Dan Tokaji's Blog
Professor Dan Tokaji
Election reform, the Voting Rights Act, the Help America Vote Act, and related topics -- with special attention to the voting rights of people of color, non-English proficient citizens, and people with disabilities

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Equal Vote
Wednesday, November 16
Why the Reform Initiatives Failed
The Reform Ohio Now measures went down in flames last week, as did California's Proposition 77 which would have created a nonpartisan redistricting commission. There's now been some time to survey the wreckage. Chris Elmendorf and Heather Gerken posted this comment on Balkinization last week. They recommend the creation of "citizen assemblies" like those used in British Columbia. These are randomly selected groups of citizens, which reach agreement on proposed reforms and then have the authority to present them to the electorate by way of referendum. My Election Law@ Moritz colleague Ned Foley has this weekly comment, suggesting that it was a mistake to package redistricting reforms with campaign finance reforms that some perceived to benefit labor unions. This made it easier, he suggests, to tar the redistricting and election administration reforms with the partisan label.

Having watched the Reform Ohio Now battles up close, my own view is that the result wouldn't have been any different on Issues 4 and 5 (the independent redistricting and election administration proposals), even if not packaged with Issue 3 (regarding campaign finance regulation). In fact, pre-election polling by the Columbus Dispatch showed Issue 3 prevailing among likely voters with Issues 4 and 5 going down handily. In the end, all three went down, Issue 3 by a slightly smaller margin.

The reality is that redistricting and election administration are complicated subjects. Even those of us who devote our lives to studying these sorts of things found our eyes going bleary trying to understand what the Ohio measures would do. This isn't meant as a criticism. The point is that these sorts of things are inherently complex, and thus hard for ordinary voters to understnd. It's difficult enough to try to explain to non-experts why our current system of drawing districts is flawed, much less the detailed competitiveness formula that Issue 4 would have required to fix the problem. It's much more difficult to educate the general public, which gets most of its information from sound bites in 30-second TV spots in which both sides claim that the other side is trying to pull the wool over voters eyes and protect the power of incumbents and/or bureaucrats. With such complex ballot measures, it's practically impossible for voters to determine who's telling the truth. The safe, one might even say rational, choice for the average voter is to preserve the status quo by voting "no." You know what they say about the devil you know ....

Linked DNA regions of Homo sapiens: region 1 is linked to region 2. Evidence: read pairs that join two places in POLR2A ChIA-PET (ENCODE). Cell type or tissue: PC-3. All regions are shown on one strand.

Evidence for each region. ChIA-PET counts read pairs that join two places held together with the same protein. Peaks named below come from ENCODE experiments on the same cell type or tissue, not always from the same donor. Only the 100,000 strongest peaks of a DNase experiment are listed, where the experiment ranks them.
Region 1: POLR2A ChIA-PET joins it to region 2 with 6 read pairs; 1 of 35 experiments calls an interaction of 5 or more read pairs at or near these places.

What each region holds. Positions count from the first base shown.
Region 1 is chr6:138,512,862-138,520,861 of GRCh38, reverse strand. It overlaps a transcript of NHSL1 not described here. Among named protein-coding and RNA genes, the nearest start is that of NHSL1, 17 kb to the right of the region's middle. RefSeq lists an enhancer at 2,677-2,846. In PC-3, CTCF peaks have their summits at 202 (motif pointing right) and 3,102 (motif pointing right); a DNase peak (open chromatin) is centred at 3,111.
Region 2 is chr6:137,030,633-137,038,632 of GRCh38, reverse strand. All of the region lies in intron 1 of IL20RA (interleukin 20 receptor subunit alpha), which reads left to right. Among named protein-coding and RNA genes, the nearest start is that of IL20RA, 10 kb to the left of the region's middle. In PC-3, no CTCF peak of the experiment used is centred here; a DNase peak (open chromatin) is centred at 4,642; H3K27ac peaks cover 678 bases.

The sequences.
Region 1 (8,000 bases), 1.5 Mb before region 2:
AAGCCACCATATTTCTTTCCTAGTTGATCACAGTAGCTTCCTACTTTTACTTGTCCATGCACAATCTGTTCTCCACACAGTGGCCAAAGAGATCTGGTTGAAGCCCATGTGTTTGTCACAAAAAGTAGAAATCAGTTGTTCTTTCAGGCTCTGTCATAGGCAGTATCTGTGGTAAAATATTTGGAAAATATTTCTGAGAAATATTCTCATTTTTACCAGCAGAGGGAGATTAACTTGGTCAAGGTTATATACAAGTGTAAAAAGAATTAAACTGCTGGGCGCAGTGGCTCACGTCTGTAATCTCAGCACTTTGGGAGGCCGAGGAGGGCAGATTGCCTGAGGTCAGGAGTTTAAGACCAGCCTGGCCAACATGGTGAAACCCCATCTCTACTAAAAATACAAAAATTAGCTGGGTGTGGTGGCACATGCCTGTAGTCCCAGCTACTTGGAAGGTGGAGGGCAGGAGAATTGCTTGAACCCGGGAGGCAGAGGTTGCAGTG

So for those who think there is a serious problem in how we draw districts and administer our elections (and I include myself in this group), what is to be done? The lesson I draw from Ohio and California's experience is that building public support is a long-term enterprise, of which these measures were just the first step. Perhaps citizens assemblies might be a part of this process, but establishing such bodies and giving them the power to do what Elmendorf and Gerken suggest is likely to be a long-term project also. It might be helpful here to take a page from the playbook of campaign finance reformers, who spent many years educating the public and building public support for their cause, and have achieved some successes. Many voters still don't understand the details of campaign finance reform ... but know (or at least think) that they like it.

Despite the crushing defeats in Ohio and California, I don't think reformers should give up. Instead, they should dig in and recognize that they're in for a long, hard fight if they hope to win the public's hearts and minds.

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